LOS ANGELES – Sixty-three years after Army Sgt. 1st Class Joseph E. Gantt went missing in action during the Korean War, his remains were returned to his 94-year-old widow in a solemn pre-dawn ceremony Friday at Los Angeles International Airport.
Clara Gantt wept as she stood in the cold before the flag-draped casket that was carried from a jetliner by a military honor guard.
He told me if anything happened to him, he wanted me to remarry. I told him no, no. Here I am, still his wife, she told reporters.
Joseph Gantt was reported missing in action Nov. 30, 1950, while serving with Battery C, 503rd Field Artillery, 2nd Infantry Division, according to the Defense Prisoner of War/Missing Personnel Office in Washington.
According to the office, elements of the 2nd Infantry Division were attacked by Chinese forces near the town of Kunu-ri, North Korea. The division disengaged and withdrew, fighting its way through a series of Chinese roadblocks. Numerous U.S. soldiers were reported missing that day in the vicinity of Somindong, North Korea.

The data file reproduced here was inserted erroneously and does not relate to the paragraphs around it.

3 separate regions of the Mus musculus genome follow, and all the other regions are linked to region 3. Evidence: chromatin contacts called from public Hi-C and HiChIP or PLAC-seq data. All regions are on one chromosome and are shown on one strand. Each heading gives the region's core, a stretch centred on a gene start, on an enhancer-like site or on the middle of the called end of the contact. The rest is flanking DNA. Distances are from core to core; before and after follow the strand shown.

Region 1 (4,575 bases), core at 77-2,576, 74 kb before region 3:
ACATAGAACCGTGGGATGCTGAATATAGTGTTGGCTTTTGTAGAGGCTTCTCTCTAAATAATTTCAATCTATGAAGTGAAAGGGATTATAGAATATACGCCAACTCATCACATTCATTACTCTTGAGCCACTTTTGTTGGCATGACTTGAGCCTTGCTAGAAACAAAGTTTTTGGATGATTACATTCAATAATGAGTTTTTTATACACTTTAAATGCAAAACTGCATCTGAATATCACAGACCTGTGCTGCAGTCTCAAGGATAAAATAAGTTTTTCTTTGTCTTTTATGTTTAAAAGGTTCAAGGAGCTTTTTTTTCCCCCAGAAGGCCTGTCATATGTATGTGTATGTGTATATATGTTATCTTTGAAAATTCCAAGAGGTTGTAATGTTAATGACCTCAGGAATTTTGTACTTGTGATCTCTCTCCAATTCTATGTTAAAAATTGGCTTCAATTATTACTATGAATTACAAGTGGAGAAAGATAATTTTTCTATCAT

After a 1953 exchange of prisoners of war, returning U.S. soldiers reported that Gantt had been injured in battle, captured by Chinese forces and died from malnutrition and lack of medical care in a POW camp in early 1951. His remains were only recently identified.
Information on when they were found was not immediately available from the missing personnel office.
Sixty-some odd years and just receiving his remains, coming home, was a blessing, and I am so happy that I was living to accept him, Clara Gantt said.
Burial with full military honors is scheduled for Dec. 28 in Inglewood, Calif.
Gantt was awarded the Bronze Star with Valor, a Purple Heart and other honors.